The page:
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Marijuana reform advocates score big on Tuesday.
Oregon’s ballot measure was modeled on the successful legislation that previously passed in Colorado and Washington State, which will also create a regulatory and tax system for commercial production and distribution of marijuana.
“It’s always an uphill battle to win a marijuana legalization initiative in a year like this, when young people are so much less likely to vote, which makes today’s victory all the sweeter,” said Ethan Nadelmann, executive director of the Drug Policy Alliance (DPA). “The pace of reform is accelerating, other states are sure to follow, and even Congress is poised to wake from its slumber.”
Guam also legalized medical marijuana, while voters in Florida rejected a similar measure—the only high-profile marijuana reform initiative to fail on Tuesday night.
Legalization advocates heralded the sweeping win as a huge victory.
“This Election Day was an extraordinary one for the marijuana and criminal justice reform movements,” Nadelmann said. He noted that the measures passed even in conservative states and as Republicans won at the polls, showing that “[r]eform of marijuana and criminal justice policies is no longer just a liberal cause but a conservative and bipartisan one as well.”
“On these issues at least, the nation is at last coming to its senses,” Nadelmann added.
Alaska was the last state to call its approval of the ballot measure. NORML (National Organization for the Reform of Marijuana Laws) Communications Director Erik Altieri called it the “coda to a perfect evening for marijuana legalization supporters.”
Personal responsibility is often a prominent focal point of marijuana reform. In Washington, D.C., advocates turned a spotlight on another important aspect of legalization: giving dignity to victims of the country’s racist drug war, as statistics show a majority of marijuana arrests are made on African Americans, despite an equal or higher use of the drug by white people.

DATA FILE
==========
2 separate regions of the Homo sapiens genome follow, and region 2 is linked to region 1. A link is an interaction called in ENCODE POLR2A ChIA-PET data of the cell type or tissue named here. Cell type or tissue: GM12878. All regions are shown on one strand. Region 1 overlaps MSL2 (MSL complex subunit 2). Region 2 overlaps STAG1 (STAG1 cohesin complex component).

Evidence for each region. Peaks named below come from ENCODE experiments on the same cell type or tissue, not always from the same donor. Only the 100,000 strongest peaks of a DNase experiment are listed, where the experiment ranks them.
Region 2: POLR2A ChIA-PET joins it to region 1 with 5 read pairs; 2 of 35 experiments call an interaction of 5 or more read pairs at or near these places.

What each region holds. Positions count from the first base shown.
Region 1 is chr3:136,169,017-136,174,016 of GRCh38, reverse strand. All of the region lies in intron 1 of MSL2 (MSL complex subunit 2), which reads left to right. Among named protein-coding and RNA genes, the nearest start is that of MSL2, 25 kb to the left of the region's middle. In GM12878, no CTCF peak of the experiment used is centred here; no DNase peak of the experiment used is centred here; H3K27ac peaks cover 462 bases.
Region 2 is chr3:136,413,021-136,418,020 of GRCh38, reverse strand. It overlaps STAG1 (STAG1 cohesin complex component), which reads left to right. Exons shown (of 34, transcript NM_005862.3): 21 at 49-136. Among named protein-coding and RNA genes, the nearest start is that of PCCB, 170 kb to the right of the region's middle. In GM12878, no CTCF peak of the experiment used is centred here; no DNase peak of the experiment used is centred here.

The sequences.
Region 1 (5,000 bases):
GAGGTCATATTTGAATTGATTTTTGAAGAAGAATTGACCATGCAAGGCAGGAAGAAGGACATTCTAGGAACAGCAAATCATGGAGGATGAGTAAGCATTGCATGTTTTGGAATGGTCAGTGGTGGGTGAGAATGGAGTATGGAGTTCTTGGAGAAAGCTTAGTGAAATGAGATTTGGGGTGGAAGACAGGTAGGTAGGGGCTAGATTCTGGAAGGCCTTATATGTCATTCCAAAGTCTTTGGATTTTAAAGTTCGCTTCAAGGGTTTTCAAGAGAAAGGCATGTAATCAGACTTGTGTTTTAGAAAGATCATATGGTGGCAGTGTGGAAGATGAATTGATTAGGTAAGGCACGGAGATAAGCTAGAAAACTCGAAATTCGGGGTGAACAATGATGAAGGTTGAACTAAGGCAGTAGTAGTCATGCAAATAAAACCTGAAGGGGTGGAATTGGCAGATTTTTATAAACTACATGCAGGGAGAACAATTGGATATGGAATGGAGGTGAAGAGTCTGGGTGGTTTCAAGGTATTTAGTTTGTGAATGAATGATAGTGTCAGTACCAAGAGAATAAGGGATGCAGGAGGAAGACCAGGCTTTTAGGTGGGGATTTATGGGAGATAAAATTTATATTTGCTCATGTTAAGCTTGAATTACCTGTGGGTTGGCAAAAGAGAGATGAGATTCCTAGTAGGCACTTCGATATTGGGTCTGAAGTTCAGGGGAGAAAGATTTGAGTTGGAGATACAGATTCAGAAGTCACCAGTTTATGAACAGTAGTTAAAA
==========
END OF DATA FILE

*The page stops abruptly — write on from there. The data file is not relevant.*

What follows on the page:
D.C. has the highest per capita rate of marijuana arrests in the country. African Americans make up about half of the district’s total population, but 91 percent of those arrests.
The issue of legalization in D.C. is not yet fully resolved, as Congress has the authority to overturn laws passed in the district. Before the election, D.C. Cannabis Campaign chairman Adam Eidinger said he was concerned that “members of Congress will use their power to stop District of Columbia voters from being able to fully participate in the democratic process.”
The measure will now face 30 days of congressional oversight. If Congress does not take action to overturn the initiative in that time, it will become law. As the DPA notes, marijuana reform has friends in high places—Sen. Rand Paul (R-Kentucky), the current top Republican on a Senate panel with oversight over D.C. affairs; Congresswoman Eleanor Holmes Norton (D-D.C.); and D.C. Council Chairman Phil Mendelson have all expressed their support of the measure and have stated that they would oppose any interference with its implementation.
On Tuesday night, those who fought for legalization remained hopeful.
“This was the first legalization campaign in which the racial disproportionality of marijuana enforcement played a major role,” said Bill Piper, DPA’s director of national affairs. “Initiative 71 sets the stage for the D.C. Council to create a new model for legalizing marijuana—one that places racial justice front and center.”
DPA policy manager Dr. Malik Burnett agreed, stating, “The people of D.C. have voted in favor of ending racially-biased marijuana prohibition. The harms caused by the war on drugs are not fixed with this vote alone; the real healing begins with the D.C. Council developing a tax and regulate system which is based on racial and social justice.”
“Voters in the nation’s capital have taken a strong stance against marijuana prohibition,” Altieri said. “This victory sends a resounding message to Congress that Americans are ready to legalize marijuana for adult use and, with it right in their backyard, it will be a message that is hard to ignore.”
— by Nadia Prupis writing for Common Dreams
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